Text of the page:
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Law 792-GRD: Legal Research and Writing for LLMs: Unit 10: Putting It All Together


This page will provide you with an overview of....

At the end of this lesson you should be able to:

  • identify methods for knowing when to stop researching
  • articulate best practices for creating legal research deliverables



The output of the project.  Deliverables have varied formats and purposes including a memo to an assigning partner, a letter to a client, or a brief to a judge.

stick figure holding sign which states "porject deliverable"

Creating Legal Research Deliverables

When undertaking a legal research assignment it is a best practice to think about what the result of the project should look like when you are finished. The output--or deliverable--will vary based on a number of factors.

You may have been asked to prepare a memo, draft a brief, or prepare a letter to a client. Each of these documents have their own structure and requirements. For example, a memo is an objective piece of legal writing which should demonstrate the full picture of the legal authority on both sides on an issue. In objective writing you would almost exclusively cite to primary authority. An appellate brief (like the one you will write in the spring), however, is a persuasive deliverable addressed to the court. While primary authority will remain the most dominate part of your research support, legislative history, legal and non-legal secondary sources, and statistics and other data might find their way into your final product. Thinking in advance about the format will help you efficiently craft a legal research plan and assess the completeness of your final research.


There are a few best practices which can help ensure your final product will be polished and useful.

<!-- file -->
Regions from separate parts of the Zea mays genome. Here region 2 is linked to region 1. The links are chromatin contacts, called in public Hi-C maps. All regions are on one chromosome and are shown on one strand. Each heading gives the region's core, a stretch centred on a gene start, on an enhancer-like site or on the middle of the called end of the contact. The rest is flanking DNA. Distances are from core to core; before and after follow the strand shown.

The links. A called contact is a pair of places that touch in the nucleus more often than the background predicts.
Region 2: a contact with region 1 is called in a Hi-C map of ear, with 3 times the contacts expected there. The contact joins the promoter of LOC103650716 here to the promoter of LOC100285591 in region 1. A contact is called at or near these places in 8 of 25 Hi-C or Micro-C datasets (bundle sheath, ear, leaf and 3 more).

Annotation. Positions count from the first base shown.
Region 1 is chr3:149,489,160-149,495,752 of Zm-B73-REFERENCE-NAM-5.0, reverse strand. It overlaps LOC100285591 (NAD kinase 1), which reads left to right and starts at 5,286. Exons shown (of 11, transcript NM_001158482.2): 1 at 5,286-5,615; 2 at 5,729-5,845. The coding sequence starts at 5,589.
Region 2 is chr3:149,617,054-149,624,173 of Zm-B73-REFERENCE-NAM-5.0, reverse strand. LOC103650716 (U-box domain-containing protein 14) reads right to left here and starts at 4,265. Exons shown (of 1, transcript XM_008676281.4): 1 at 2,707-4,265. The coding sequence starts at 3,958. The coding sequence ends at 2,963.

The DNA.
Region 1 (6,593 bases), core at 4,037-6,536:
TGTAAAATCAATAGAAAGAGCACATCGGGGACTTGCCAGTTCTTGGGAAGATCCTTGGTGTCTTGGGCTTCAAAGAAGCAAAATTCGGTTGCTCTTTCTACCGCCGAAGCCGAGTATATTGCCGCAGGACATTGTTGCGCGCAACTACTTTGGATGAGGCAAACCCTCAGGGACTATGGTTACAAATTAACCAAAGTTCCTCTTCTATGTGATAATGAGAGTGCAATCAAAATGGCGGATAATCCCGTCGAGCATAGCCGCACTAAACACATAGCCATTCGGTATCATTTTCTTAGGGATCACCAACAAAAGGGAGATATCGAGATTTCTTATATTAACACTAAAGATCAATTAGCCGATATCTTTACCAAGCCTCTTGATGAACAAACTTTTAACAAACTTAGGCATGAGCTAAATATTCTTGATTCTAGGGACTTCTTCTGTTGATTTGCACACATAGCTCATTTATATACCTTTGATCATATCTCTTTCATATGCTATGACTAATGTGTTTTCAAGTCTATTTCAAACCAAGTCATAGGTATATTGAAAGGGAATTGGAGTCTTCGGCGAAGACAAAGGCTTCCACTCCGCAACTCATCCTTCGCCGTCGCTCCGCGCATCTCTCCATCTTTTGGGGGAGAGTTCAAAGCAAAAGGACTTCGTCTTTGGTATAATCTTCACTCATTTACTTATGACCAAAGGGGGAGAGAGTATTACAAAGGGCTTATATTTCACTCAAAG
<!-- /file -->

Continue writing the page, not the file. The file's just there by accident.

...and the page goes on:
• Answer the questions asked in the manner expected. This may seem like a 'no-brainer,' but it is important to ask yourself whether the task assigned has been achieved. This also means not answering more than you have been asked to answer. It can be perceived as a time-waster or inefficient to take on too much. If you identify additional areas which might need to be researched, bring them up and ask whether this work should be pursued.
  • Pay attention to details!!! It is not enough to simply run spell check. Read through your final product carefully. Pay attention to citation. Make sure the citation format is appropriate for the jurisdiction or context.
  • Even when the deliverable is an e-mail, remove the "I" "we" language from your research assessment and explanation. This allows your work to be forwarded to another attorney or the client. Your assigning attorney will appreciate the eliminated steps of having to re-frame your work.

image of notebook cheklist on desk with pencils and calculator

Too Many Cases? Too Few?

Sometimes while following your research plan you find you are retrieving too many results--or too few. It is important to remember the plan itself should be part of the evolving process of legal research. You may need to revisit--possibly more than once--your plan in order to get the best results. Below are a few tips to help you address how to gather a manageable and comprehensive number of resources.

  • Go back to your issues statement and see if can be refined. You may actually be dealing with more than one issue or an issue which has more than one part. Remember, sometimes a single research problem will require you to research and answer multiple legal issues.
  • Go to a digest topic outline. You may be very close to the topic you need, but not realize there is a more targeted or nuanced aspect. A topic outline can help you browse the potential avenues you may need to consider. You may not know exactly what you are looking for, but you probably have enough knowledge at this point to recognize it when you see it!
  • Eliminate or add search terms to broaden retrieval results. Go back to the tab for Unit 8: Searching for more tips about how to refine your queries.

Confused? Stuck? No Answer?